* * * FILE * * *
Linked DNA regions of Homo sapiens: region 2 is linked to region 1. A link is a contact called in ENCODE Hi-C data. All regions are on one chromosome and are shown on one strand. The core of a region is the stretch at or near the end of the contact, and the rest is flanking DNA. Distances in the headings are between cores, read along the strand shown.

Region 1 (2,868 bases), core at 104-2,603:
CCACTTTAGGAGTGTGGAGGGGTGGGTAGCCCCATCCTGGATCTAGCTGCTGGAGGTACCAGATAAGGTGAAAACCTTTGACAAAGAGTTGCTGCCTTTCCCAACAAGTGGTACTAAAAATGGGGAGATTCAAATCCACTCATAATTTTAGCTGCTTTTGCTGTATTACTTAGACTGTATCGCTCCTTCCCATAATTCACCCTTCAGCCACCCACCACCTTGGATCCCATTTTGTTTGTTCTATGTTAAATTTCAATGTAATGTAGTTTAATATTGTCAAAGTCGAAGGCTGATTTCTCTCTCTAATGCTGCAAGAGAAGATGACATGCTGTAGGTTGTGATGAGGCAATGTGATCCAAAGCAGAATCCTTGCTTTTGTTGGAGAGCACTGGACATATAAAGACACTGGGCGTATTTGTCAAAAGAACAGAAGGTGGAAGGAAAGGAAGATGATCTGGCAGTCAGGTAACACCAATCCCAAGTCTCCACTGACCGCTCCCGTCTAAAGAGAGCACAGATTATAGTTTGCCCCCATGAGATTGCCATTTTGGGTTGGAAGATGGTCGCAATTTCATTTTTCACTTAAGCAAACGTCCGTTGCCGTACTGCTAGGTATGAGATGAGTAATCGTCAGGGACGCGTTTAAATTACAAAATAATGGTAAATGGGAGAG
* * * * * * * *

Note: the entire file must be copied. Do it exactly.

Linked DNA regions of Homo sapiens: region 2 is linked to region 1. A link is a contact called in ENCODE Hi-C data. All regions are on one chromosome and are shown on one strand. The core of a region is the stretch at or near the end of the contact, and the rest is flanking DNA. Distances in the headings are between cores, read along the strand shown.

Region 1 (2,868 bases), core at 104-2,603:
CCACTTTAGGAGTGTGGAGGGGTGGGTAGCCCCATCCTGGATCTAGCTGCTGGAGGTACCAGATAAGGTGAAAACCTTTGACAAAGAGTTGCTGCCTTTCCCAACAAGTGGTACTAAAAATGGGGAGATTCAAATCCACTCATAATTTTAGCTGCTTTTGCTGTATTACTTAGACTGTATCGCTCCTTCCCATAATTCACCCTTCAGCCACCCACCACCTTGGATCCCATTTTGTTTGTTCTATGTTAAATTTCAATGTAATGTAGTTTAATATTGTCAAAGTCGAAGGCTGATTTCTCTCTCTAATGCTGCAAGAGAAGATGACATGCTGTAGGTTGTGATGAGGCAATGTGATCCAAAGCAGAATCCTTGCTTTTGTTGGAGAGCACTGGACATATAAAGACACTGGGCGTATTTGTCAAAAGAACAGAAGGTGGAAGGAAAGGAAGATGATCTGGCAGTCAGGTAACACCAATCCCAAGTCTCCACTGACCGCTCCCGTCTAAAGAGAGCACAGATTATAGTTTGCCCCCATGAGATTGCCATTTTGGGTTGGAAGATGGTCGCAATTTCATTTTTCACTTAAGCAAACGTCCGTTGCCGTACTGCTAGGTATGAGATGAGTAATCGTCAGGGACGCGTTTAAATTACAAAATAATGGTAAATGGGAGAG